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  1. Cassini-Huygens: a 30-year space odyssey

    Publishing date:

    August 30, 2017

    Cassini-Huygens is a joint NASA-ESA mission to Saturn and its moons. As the mission prepares to take its curtain call, Christophe Sotin, Chief Scientist, Solar System Exploration at the Jet Propulsion Laboratory (JPL) in Pasadena, looks back at the genesis of the project.

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  2. Cassini reveals giant dust storms on Titan

    Publishing date:

    October 5, 2018

    These giant dust storms seen at the equator on Titan rise as far as 10 kilometres above the surface. Mars and Earth are no longer the only worlds in the solar system where such phenomena are known to occur. We put three questions to Sébastien Rodriguez, a planetologist at the IPGP global physics institute in Paris and lead author of this discovery published in the journal Nature Geoscience on 24 September.

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  3. Huygens- Landing on Titan

    Publishing date:

    September 11, 2017

    In December 2004, the U.S. Cassini spacecraft released the European Huygens module for the most-distant landing yet accomplished in the history of space exploration. Titan, Saturn’s largest moon, was the target and the high point of this collaboration that has brought great discoveries in planetology. With the Cassini mission now set to end, Athéna Coustenis, research director at the LESIA space and astrophysics instrumentation research laboratory at the Paris Observatory, looks at what it found there.

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  4. Cassini: Destination Moons

    Publishing date:

    September 6, 2017

    In the space of 13 years, Cassini observed Saturn and devoted a lot of attention to its moons. With the mission now about to end, Patrick Michel, astrophysicist, planetologist and research director at the Côte d’Azur Observatory in Nice, reflects on the discoveries it has made about the planet’s natural satellites.

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  5. Huygens, le choc de Titan

    Publishing date:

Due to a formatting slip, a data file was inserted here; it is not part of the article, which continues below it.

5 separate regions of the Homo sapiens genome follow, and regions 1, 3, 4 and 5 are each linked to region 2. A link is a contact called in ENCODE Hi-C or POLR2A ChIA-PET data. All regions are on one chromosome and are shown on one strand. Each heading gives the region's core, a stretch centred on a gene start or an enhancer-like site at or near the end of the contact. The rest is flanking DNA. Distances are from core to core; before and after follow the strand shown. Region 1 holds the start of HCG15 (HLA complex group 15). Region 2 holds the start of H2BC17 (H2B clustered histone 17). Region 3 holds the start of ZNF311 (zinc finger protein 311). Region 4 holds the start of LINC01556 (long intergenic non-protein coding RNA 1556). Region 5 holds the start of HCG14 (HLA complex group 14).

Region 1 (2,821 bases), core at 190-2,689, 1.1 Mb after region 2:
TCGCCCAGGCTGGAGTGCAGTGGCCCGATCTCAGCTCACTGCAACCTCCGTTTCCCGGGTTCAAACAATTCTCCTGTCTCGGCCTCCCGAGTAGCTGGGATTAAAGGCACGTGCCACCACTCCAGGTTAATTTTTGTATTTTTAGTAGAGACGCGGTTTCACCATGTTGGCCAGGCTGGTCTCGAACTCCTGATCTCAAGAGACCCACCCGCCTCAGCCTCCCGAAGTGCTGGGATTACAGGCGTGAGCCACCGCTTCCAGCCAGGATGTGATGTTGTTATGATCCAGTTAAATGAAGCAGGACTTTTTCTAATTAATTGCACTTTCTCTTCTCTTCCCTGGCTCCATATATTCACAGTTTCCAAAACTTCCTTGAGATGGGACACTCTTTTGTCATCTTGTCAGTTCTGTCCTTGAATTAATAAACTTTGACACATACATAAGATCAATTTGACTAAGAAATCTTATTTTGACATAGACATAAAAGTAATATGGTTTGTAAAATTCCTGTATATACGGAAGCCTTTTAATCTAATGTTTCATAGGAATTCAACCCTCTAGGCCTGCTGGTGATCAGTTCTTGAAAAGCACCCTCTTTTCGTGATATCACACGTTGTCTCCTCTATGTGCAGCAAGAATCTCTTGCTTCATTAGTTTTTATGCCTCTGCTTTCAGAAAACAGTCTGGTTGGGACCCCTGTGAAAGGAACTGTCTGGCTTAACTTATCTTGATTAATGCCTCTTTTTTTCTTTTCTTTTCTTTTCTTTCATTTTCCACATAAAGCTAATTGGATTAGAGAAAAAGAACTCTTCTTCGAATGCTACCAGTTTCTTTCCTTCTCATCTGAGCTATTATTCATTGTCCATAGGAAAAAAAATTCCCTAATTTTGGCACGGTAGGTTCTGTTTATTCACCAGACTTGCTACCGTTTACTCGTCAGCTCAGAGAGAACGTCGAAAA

September 11, 2017

    En décembre 2004, la sonde américaine Cassini envoyait le module européen Huygens vers le sol le plus lointain jamais atteint par l’exploration spatiale. Titan, la plus grande lune de Saturne, a été le point d’orgue de cette collaboration qui a amené à de grandes découvertes en planétologie. À l’occasion de la fin de mission de Cassini, retournons sur Titan avec Athéna Coustenis, directrice de recherche CNRS au LESIA, à l’Observatoire de Paris.

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  6. Cassini: objectif lunes

    Publishing date:

    September 6, 2017

    En 13 ans, la sonde Cassini a observé Saturne et consacré beaucoup d’attention à ses lunes. A l’occasion de la fin de cette mission, revenons sur les découvertes faites sur ces satellites naturels avec Patrick Michel, astrophysicien et planétologue, directeur de recherche au CNRS à l’Observatoire de la Côte d’Azur à Nice.

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  7. Cassini-Huygens: retour sur 30 ans d’histoire spatiale

    Publishing date:

    August 30, 2017

    Cassini-Huygens est une double mission NASA-ESA à destination de Saturne et de ses lunes. A l’occasion de la fin de la mission, Christophe Sotin revient sur ce qui a inspiré ce projet, en tant que directeur scientifique pour l’exploration du Système solaire au JPL (Jet Propulsion Laboratory) de Pasadena.

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  8. Cassini-Huygens mission- Titan one year on

    Publishing date:

    January 10, 2006

    Cassini-Huygens is the 1st space mission dedicated to exploring Saturn and its system of rings and moons. One year ago today, Europe’s Huygens probe separated from the Cassini orbiter and landed on Titan, Saturn’s largest moon. What have its findings taught us about this tantalizing new world?

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  9. Black hole with intermediate mass

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    • Sciences et techniques

    Publishing date:

    June 3, 2009

    A black hole of more than 500 times the Sun's mass was discovered. It is an intermediate one between the stellar and super-massive black holes. This "missing link" just got discovered by an international team led by investigators of the Centre for the Study of Radiation in Space of Toulouse. This world-first discovery was achieved thanks to observations of ESA's XMM-NEWTON satellite. This result was announced in the July 2nd, 2009 issue of Nature.

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  13. Other sites

    Publishing date:

    March 19, 2015

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  18. Autres sites

    Publishing date:

    March 17, 2015

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